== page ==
study reporting that MPSC harbors a pattern of chromosomal imbalance distinct from that of APST 
suggests that APST and MPSC are molecularly distinct and confirms the proposal that LGSC develops in a
stepwise fashion from cystadeno(fibro)ma to APST and noninvasive MPSC . Second, the diagnosis of a MPSC
should alert the surgeon that this tumor might have a greater risk of being associated with extra ovarian
disease, specifically metastatic LGSC. In this regard it should be noted that studies have shown that
the morphology of invasive implants is identical to LGSC. Moreover, it is evident that some noninvasive
implants are identical morphologically to invasive implants and therefore appear to represent LGSC that
has not yet invaded. Accordingly, we recommend that "invasive implants" and similar appearing
"noninvasive implants" be classified as "metastatic LGSC" whereas implants lacking these features should
be designated "implants"  . Third, in view of the above molecular and morphologic findings the
category of SBT is no longer relevant. Instead these noninvasive ovarian tumors should be designated
APST or noninvasive MPSC as these terms provide more specific and useful prognostic information  .
Fourth, since MPSC represents a stage of tumor progression rather than a morphological variant of SBT,
future research should focus on the molecular changes that occur during the progression from APST to
MPSC, and then to invasive LGSC. Finally, the increased expression levels of TANK, PARP, PEA15, and CDK2
proteins that potentially participate in MAPK signaling in APST-MPSC suggest that the development of MPSC
and invasive LGSC depend on activation of the MAPK pathway. In this regard, it is noteworthy that a
recent GOG clinical trial (GOG0239) using a MEK inhibitor (AZD6244) has been active in recurrent LGSC
patients. Targeted therapy for women with advanced stage LGSC is an area that requires investigation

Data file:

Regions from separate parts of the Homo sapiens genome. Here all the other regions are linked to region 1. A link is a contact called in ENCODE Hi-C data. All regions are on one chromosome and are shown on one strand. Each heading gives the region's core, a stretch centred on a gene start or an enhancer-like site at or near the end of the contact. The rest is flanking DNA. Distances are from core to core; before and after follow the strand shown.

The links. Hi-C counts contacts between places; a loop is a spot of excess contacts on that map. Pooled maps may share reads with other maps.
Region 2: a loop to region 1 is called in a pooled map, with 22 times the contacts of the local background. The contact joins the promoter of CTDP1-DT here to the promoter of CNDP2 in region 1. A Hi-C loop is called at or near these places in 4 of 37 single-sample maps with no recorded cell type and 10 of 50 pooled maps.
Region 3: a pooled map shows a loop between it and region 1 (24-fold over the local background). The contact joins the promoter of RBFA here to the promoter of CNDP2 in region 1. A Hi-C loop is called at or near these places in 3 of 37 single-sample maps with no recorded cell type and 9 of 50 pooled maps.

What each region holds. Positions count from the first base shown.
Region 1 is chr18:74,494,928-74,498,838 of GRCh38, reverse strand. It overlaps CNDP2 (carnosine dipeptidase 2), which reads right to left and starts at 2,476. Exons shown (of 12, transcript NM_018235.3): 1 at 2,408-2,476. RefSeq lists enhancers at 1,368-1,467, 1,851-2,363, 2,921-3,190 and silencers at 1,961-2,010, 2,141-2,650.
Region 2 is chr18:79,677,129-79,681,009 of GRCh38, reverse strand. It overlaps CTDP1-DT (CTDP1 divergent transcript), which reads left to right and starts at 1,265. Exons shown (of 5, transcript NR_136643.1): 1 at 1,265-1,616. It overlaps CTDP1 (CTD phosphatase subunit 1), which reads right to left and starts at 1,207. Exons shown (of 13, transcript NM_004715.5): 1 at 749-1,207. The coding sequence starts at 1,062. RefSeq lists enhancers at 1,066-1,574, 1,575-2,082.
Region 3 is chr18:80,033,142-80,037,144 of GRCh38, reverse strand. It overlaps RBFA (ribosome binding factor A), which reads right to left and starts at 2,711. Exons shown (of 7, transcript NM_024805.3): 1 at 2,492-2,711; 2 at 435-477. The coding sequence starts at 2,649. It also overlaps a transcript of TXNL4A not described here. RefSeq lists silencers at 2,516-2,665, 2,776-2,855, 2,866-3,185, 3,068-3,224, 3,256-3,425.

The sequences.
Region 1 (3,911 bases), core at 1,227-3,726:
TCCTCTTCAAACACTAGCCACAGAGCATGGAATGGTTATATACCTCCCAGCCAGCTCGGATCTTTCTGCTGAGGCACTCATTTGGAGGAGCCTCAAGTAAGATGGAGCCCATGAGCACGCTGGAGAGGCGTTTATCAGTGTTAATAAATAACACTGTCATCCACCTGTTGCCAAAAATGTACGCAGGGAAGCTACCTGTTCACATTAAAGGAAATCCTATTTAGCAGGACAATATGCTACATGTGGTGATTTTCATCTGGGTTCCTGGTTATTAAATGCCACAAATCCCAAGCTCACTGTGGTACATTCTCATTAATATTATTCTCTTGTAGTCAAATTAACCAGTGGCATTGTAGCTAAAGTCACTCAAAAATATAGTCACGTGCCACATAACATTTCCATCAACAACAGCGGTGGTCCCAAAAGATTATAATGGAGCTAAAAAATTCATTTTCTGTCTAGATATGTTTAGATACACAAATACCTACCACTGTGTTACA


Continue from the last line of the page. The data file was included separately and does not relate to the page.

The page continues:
since these tumors do not respond to conventional cytotoxic chemotherapy  .
The question being debated in this Symposium is that once noninvasive MPSCs are removed
from the group of noninvasive serous tumors, are the remainder (APSTs) benign? It is generally reported
that SBTs without micropapillary architecture are associated with invasive implants in about 5% of cases
and that these can behave in a malignant fashion. As noted above it has also been reported that
noninvasive tumors with a micropapillary pattern do not behave more aggressively than SBTs. We maintain
that SBTs without a MP pattern are benign based on several considerations. To begin with, because SBTs
are relatively uncommon, virtually all published studies of these neoplasms come from tertiary care
centers. The advantage of such studies is that there is a uniform and expert pathology review but there
are several limitations, which seriously undermine the conclusions that SBTs can behave aggressively and
that MPSCs are merely variants of SBTs. These limitations include lack of standardized surgical staging,
lack of comprehensive tissue collection and sampling and lack of long-term follow up. Thus, a study from
MD Anderson presented at this meeting in 2008 is particularly illuminating. That study, unlike others
that were previously reported, included a relatively large number of patients with advanced stage disease
(n=56) and had long-term follow-up (43-432 months with a mean of 179 months). The investigators found
that noninvasive serous tumors with >10% MPSC behaved the same as invasive LGSC whereas those with
<10% of MPSC behaved the same as pure APST supporting the view that MPSC is a distinct entity apart
from the typical SBT and is similar to invasive LGSC in its behavior . Another problem that we have
encountered that can account for malignant behavior by an SBT is the erroneous diagnosis of a noninvasive
HGSC as a "borderline" tumor since there is no evidence of invasion (Kurman RJ, Vang R, unpublished
data). Not surprisingly, such tumors may act aggressively. Finally, SBTs reported as being associated
with invasive implants may harbor occult areas of invasion that were not sampled. Thus, when a series of
low grade serous tumors with metastatic LGSC (invasive implants) was analyzed for the presence of
invasion based on the number of sections taken, it was found that when the number of sections increased
from 1 section/cm of greatest tumor dimension to >2 sections/cm, 3 of 10 APSTs on initial review were
upgraded to invasive LGSC .
In summary, clinicopathologic and molecular genetic studies support the view that MPSC is
a distinct tumor entity rather than a variant of SBT and clarify the "intermediate" and enigmatic
behavior of SBTs by pointing out that the borderline category is not pure but heterogeneous, composed of
a majority of benign tumors (APSTs) and a small group of noninvasive low grade carcinomas (MPSCs).
Combining these two discrete tumors into one category explains their "intermediate" behavior and obscures
their different behavior. Accordingly, there is now ample evidence to eliminate the category of